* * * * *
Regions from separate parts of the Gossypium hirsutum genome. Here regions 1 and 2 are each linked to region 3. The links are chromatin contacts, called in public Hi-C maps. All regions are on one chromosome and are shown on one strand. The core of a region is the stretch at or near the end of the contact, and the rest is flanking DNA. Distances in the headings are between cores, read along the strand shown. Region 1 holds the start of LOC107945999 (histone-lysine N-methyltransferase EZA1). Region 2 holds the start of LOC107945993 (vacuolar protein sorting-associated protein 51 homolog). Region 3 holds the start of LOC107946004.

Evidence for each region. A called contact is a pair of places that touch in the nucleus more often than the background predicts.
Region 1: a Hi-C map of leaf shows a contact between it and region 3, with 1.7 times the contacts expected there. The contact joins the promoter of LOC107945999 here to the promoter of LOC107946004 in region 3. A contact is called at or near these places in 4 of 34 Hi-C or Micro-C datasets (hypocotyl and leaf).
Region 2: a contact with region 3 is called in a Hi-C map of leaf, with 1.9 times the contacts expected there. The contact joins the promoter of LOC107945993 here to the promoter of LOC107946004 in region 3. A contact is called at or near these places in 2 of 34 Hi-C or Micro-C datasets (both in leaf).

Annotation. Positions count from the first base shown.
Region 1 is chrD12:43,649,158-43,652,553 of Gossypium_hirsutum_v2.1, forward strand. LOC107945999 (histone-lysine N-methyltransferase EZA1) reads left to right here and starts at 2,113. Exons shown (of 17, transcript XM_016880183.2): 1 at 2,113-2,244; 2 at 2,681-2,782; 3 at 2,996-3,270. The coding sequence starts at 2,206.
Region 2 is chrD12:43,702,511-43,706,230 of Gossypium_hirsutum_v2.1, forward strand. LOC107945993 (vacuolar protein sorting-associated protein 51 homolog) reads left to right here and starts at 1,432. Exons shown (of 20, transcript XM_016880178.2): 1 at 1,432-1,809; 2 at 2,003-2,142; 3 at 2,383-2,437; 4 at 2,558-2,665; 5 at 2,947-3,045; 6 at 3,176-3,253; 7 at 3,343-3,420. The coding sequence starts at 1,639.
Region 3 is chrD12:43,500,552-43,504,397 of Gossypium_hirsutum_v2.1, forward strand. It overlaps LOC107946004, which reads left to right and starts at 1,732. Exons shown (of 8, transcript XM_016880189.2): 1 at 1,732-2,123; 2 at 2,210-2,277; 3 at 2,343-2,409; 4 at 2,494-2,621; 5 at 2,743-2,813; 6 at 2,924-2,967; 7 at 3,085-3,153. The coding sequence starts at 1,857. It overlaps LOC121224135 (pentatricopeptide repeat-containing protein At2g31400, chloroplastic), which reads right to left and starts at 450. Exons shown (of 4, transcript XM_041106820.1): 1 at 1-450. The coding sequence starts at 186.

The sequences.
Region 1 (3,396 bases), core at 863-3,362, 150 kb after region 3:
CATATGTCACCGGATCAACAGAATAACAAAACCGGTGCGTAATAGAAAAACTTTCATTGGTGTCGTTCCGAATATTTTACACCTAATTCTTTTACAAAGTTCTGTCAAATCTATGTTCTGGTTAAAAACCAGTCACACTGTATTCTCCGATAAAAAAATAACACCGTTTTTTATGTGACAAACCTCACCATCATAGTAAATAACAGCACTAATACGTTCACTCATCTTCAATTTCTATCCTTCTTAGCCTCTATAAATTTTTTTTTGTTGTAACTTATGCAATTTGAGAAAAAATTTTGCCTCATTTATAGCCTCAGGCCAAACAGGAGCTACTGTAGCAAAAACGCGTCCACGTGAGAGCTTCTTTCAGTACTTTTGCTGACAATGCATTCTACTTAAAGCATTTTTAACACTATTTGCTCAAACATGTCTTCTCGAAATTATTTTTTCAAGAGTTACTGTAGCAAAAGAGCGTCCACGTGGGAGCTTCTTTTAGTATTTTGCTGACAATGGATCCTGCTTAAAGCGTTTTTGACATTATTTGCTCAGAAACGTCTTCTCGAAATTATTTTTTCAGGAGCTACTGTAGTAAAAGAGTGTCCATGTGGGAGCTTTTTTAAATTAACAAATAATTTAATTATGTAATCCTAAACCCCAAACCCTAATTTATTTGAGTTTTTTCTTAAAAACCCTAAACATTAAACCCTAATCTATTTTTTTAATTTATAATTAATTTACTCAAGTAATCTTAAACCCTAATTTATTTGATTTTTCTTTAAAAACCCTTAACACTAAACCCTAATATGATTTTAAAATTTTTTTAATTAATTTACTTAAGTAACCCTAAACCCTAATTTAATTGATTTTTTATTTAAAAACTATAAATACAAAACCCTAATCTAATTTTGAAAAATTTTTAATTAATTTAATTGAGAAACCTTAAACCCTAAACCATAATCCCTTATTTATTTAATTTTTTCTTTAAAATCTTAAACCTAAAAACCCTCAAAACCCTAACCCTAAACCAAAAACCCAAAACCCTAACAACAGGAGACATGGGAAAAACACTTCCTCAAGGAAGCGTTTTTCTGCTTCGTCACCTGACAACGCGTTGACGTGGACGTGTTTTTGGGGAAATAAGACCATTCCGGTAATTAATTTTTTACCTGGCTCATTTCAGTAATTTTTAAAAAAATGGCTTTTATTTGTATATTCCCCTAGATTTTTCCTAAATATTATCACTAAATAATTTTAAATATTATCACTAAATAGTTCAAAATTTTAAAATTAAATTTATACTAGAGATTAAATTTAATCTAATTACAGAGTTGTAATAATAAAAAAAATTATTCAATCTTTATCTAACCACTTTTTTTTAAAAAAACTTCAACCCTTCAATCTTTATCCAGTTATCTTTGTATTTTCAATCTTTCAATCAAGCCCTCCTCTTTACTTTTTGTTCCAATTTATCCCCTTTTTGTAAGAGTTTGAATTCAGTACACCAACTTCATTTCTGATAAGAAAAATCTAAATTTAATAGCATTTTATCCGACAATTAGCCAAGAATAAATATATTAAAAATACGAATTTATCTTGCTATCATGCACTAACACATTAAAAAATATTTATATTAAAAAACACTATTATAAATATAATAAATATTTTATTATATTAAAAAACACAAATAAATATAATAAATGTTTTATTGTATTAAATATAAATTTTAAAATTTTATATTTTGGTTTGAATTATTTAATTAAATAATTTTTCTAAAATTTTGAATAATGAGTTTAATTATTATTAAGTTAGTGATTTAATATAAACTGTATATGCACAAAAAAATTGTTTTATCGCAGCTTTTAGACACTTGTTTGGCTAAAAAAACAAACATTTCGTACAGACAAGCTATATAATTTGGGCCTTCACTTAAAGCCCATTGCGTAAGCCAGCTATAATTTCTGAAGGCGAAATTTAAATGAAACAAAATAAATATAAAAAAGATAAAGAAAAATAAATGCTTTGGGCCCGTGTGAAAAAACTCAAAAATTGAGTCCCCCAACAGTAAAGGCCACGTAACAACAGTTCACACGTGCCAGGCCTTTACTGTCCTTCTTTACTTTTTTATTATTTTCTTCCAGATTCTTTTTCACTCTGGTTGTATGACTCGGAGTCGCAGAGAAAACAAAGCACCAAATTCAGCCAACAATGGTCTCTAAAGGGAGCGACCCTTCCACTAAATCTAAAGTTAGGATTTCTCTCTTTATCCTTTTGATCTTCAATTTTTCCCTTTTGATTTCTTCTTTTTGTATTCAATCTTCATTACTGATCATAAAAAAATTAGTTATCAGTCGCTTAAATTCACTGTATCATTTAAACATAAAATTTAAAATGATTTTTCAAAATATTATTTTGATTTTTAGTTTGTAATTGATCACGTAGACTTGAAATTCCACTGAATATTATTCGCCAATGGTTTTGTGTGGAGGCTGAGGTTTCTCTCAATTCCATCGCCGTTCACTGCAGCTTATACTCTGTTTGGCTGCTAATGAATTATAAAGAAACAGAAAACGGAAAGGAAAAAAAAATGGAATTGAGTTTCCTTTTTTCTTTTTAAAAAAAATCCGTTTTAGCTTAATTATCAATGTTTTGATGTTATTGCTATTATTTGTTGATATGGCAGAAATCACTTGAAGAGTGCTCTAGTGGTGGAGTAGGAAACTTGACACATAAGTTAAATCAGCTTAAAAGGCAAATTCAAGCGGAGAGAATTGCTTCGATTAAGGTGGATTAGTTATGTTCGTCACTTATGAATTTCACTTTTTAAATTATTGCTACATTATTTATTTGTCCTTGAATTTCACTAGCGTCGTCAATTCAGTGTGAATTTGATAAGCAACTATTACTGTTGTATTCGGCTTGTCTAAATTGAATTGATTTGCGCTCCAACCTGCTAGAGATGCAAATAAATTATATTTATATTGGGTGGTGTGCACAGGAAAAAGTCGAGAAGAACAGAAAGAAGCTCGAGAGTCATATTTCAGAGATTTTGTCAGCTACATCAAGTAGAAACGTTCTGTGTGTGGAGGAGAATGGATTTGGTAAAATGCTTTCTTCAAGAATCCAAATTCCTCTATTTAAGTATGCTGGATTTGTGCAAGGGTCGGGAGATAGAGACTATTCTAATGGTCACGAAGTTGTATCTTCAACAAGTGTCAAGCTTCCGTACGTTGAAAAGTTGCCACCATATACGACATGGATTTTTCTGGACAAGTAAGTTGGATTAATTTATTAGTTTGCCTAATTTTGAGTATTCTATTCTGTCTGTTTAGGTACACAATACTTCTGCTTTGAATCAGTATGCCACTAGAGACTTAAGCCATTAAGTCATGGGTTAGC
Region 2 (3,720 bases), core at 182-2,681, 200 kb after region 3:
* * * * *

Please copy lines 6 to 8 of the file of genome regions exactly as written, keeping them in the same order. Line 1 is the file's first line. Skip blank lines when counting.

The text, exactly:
Region 1 is chrD12:43,649,158-43,652,553 of Gossypium_hirsutum_v2.1, forward strand. LOC107945999 (histone-lysine N-methyltransferase EZA1) reads left to right here and starts at 2,113. Exons shown (of 17, transcript XM_016880183.2): 1 at 2,113-2,244; 2 at 2,681-2,782; 3 at 2,996-3,270. The coding sequence starts at 2,206.
Region 2 is chrD12:43,702,511-43,706,230 of Gossypium_hirsutum_v2.1, forward strand. LOC107945993 (vacuolar protein sorting-associated protein 51 homolog) reads left to right here and starts at 1,432. Exons shown (of 20, transcript XM_016880178.2): 1 at 1,432-1,809; 2 at 2,003-2,142; 3 at 2,383-2,437; 4 at 2,558-2,665; 5 at 2,947-3,045; 6 at 3,176-3,253; 7 at 3,343-3,420. The coding sequence starts at 1,639.
Region 3 is chrD12:43,500,552-43,504,397 of Gossypium_hirsutum_v2.1, forward strand. It overlaps LOC107946004, which reads left to right and starts at 1,732. Exons shown (of 8, transcript XM_016880189.2): 1 at 1,732-2,123; 2 at 2,210-2,277; 3 at 2,343-2,409; 4 at 2,494-2,621; 5 at 2,743-2,813; 6 at 2,924-2,967; 7 at 3,085-3,153. The coding sequence starts at 1,857. It overlaps LOC121224135 (pentatricopeptide repeat-containing protein At2g31400, chloroplastic), which reads right to left and starts at 450. Exons shown (of 4, transcript XM_041106820.1): 1 at 1-450. The coding sequence starts at 186.